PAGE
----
Although the disclosure hereof is detailed and exact to enable those skilled in the art to practice the invention, the physical embodiments herein disclosed merely exemplify the invention which may be embodied in other specific structure. While the preferred embodiment has been described, the details may be changed without departing from the invention, which is defined by the claims.
The present invention comprises a volumetric lubricant dispensing apparatus. The invention is best shown in FIG. 1 at reference number 10. The components of my invention can be seen to include a control unit 30, a drive unit 40, a dispensing mechanism 50, a reservoir 60, a printed circuit board 70, a plunger 82, a drive screw 90, a drive motor 100, a liquid crystal display 110 and an adapter fitting 120. In addition, there are multiple sensors that complete the system. These sensors include a temperature sensor 130, a vibration sensor 140, a pressure sensor 150 and a power primary sensor 160. The invention provides an optimal lubrication condition to machine element or bearing 20.
Lubricant 12, such as oil, is contained within the fluid reservoir 60. In my preferred embodiment, the fluid reservoir comprises a bearing housing shown in FIG. 1 at 62. A bearing, shown at 20 in FIG. 1, is located within the bearing housing 62. Bearing 20 includes an inner race 22, an outer race 24, and a plurality of rolling ball elements 26 positioned between inner race 22 and outer race 24. In order for bearing 20 to perform its function of maintaining a low friction precision relationship between rotating element or shaft 14 and bearing housing 62, the bearing 20 must operate in an environment where it receives proper lubrication.
To achieve proper lubrication, bearing housing 62 or reservoir 60 is filled with a predetermined amount of lubricant 12. When the machine of which bearing 20 is a component is in a static state, the amount of lubricant 12 within the housing 62, the pressure of the lubricant 12, the distribution of the lubricant 12 within the housing 62 and the temperature of the lubricant 12 are constant. Once the machine is set in motion and journal 14 begins to rotate, the lubricant's characteristics begin to change. These characteristics can continue to change during the run cycle of the machine.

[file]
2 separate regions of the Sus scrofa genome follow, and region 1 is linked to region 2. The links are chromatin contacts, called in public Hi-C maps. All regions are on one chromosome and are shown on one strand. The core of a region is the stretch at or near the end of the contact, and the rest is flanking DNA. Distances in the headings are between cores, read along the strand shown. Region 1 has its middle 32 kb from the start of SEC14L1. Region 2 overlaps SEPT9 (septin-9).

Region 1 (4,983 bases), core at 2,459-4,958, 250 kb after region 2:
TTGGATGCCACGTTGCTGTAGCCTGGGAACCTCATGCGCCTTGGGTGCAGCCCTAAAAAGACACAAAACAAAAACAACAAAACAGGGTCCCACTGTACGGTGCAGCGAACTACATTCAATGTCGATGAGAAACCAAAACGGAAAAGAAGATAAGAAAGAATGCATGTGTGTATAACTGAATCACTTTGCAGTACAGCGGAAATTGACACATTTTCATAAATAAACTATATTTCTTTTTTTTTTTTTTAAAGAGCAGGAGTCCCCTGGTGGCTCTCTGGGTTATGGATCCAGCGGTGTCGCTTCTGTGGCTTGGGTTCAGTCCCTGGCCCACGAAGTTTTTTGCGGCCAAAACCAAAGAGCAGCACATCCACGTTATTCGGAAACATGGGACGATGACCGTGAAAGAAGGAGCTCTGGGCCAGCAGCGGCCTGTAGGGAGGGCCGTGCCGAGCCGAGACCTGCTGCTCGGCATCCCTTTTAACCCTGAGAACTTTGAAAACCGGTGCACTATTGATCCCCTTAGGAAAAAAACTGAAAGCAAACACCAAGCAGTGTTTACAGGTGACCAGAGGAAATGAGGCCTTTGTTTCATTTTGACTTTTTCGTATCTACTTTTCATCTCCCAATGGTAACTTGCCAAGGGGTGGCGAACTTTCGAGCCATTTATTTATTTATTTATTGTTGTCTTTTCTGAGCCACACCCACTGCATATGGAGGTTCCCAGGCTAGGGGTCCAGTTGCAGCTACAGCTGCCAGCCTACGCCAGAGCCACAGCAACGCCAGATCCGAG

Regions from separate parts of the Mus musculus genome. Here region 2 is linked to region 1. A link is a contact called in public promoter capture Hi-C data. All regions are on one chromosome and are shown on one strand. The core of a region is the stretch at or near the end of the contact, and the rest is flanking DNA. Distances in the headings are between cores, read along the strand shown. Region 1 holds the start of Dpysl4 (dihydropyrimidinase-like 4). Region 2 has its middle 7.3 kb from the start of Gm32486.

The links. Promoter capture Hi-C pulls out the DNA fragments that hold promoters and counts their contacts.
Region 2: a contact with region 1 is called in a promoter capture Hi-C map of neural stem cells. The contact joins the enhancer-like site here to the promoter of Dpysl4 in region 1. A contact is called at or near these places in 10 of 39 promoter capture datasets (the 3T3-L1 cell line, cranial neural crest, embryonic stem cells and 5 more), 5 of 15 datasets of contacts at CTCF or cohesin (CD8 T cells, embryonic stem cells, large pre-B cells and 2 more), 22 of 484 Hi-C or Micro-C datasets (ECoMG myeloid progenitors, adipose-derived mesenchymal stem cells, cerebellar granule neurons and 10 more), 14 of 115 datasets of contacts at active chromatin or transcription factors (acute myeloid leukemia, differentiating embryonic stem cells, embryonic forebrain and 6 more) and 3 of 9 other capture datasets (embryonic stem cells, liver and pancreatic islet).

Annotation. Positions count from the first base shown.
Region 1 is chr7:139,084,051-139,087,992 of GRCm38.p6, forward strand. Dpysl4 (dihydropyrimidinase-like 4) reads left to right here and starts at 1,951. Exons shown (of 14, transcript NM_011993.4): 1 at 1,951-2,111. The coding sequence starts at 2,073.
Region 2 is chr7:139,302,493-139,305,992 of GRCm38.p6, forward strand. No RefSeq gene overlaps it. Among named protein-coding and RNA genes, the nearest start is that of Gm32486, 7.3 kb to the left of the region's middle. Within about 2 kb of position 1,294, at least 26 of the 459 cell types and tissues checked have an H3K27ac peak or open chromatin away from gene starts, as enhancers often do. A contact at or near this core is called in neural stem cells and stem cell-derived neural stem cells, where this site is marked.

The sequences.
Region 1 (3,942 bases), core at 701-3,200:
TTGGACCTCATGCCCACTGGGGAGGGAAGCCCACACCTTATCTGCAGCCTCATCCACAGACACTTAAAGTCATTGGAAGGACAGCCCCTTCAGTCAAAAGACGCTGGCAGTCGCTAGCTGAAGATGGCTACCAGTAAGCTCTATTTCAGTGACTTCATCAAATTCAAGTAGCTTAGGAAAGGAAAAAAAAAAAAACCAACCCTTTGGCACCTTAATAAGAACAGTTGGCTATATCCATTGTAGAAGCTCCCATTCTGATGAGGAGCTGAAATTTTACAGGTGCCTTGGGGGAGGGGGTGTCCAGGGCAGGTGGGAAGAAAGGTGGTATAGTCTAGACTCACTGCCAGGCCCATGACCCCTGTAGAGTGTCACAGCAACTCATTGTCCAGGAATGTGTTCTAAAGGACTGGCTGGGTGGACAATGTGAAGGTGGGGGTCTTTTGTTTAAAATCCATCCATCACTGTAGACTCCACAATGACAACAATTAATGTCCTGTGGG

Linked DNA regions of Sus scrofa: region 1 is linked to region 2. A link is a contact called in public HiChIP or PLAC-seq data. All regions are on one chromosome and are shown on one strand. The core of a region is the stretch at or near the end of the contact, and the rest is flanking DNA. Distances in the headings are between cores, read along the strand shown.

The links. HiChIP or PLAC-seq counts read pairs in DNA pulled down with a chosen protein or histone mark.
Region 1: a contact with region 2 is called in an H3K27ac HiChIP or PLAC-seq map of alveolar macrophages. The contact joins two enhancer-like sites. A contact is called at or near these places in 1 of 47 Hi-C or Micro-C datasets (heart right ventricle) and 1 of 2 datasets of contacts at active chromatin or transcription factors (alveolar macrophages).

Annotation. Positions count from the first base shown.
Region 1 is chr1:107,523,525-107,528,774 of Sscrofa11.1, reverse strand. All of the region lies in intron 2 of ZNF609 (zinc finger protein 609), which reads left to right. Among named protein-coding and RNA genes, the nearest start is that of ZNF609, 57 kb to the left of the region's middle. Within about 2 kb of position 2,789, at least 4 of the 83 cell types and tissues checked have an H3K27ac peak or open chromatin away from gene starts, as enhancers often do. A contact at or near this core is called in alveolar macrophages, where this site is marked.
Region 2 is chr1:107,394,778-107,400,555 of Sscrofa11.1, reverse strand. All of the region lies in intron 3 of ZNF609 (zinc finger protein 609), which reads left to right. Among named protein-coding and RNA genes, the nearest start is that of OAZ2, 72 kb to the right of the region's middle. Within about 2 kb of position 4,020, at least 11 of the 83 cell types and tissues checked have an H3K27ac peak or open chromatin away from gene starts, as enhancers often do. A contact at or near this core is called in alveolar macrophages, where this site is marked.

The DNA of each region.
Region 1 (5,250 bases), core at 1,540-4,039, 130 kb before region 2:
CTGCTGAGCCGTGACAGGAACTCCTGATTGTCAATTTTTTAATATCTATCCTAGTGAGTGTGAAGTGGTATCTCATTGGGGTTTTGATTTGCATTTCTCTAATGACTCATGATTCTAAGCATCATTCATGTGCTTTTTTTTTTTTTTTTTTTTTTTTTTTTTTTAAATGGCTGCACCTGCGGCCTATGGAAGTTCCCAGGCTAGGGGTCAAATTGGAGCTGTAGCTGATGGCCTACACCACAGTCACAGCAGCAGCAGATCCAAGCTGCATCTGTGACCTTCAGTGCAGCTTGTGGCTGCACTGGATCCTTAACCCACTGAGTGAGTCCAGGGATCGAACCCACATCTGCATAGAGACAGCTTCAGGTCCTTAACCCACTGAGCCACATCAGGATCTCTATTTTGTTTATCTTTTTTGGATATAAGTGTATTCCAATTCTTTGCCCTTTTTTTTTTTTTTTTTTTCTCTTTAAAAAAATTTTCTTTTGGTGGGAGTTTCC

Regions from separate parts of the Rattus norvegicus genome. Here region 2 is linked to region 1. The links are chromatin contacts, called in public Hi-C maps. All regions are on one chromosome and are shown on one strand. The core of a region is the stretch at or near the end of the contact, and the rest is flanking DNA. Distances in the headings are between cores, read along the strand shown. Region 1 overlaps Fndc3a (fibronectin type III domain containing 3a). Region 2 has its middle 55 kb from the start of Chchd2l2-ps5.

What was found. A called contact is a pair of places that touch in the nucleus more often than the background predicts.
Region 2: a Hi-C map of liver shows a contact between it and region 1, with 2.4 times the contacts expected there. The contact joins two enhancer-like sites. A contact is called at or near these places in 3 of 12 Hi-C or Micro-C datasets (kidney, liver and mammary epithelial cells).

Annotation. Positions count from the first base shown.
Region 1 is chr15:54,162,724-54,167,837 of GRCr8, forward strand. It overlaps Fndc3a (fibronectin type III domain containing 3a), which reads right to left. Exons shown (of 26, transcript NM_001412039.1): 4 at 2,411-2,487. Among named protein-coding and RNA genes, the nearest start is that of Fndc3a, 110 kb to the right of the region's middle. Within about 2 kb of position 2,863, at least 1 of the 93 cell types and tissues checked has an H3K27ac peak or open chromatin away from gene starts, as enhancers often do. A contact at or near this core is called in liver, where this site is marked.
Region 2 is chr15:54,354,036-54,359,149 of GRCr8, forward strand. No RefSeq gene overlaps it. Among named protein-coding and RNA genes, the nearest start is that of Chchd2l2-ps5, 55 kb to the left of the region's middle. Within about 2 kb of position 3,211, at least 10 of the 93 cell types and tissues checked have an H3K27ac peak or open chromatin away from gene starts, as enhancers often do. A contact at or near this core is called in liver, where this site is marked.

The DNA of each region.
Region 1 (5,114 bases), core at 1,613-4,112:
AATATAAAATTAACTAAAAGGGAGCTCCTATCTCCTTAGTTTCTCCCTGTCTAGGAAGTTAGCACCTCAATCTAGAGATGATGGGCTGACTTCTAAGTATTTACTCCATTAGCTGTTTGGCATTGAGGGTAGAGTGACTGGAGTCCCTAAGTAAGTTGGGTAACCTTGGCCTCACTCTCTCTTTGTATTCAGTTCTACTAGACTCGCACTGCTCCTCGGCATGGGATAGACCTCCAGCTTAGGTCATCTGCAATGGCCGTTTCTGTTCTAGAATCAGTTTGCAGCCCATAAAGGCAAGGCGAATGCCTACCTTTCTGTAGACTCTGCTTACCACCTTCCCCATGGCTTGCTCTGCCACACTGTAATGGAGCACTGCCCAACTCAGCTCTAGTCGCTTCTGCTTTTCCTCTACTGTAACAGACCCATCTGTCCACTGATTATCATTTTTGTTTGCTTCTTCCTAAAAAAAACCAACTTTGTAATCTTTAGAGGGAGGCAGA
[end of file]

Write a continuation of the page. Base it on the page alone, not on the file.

Bearing housing 62 includes an opening or passageway 64 that allows for the addition and removal of lubricant 12. Passageway 64 is connected to an adapter fitting 120. Adapter fiting 120 fluidly connects bearing housing 62 with the volumetric lubricant dispenser 10. Fiting 120 could be replaced with a pipe or tube to suit the application.
Volumetric lubricant dispenser 10 includes a cylinder 80 within which a plunger 82 is sealed about the cylinder's inner surface 81. A connecting rod 84 is connected to the back side of the plunger 82 and extends through the dispenser 10 where its opposite end is connected to a screw drive 90.
A drive motor 100 is mounted within the dispenser 10. A drive shaft 102 is connected to the drive motor 100 output. The drive shaft 102 is in turn connected a drive gear 104. The gear teeth of drive gear 104 engage with similar gear teeth on the exterior surface of driven gear 106. Driven gear 106 has a geared opening or aperture 108 which runs through its central portion and which engages with screw drive 90. Thus, when drive motor 100 operates in a first direction, plunger 82 is driven into cylinder 80. When drive motor 100 operates in the second opposite direction, plunger 82 is retracted from cylinder 80. As can be seen in FIG. 1, additional lubricant 12 is displaced into bearing housing 62 when the plunger 82 is driven into cylinder 80. Conversely, lubricant is removed from bearing housing 62 when the plunger 82 is retracted.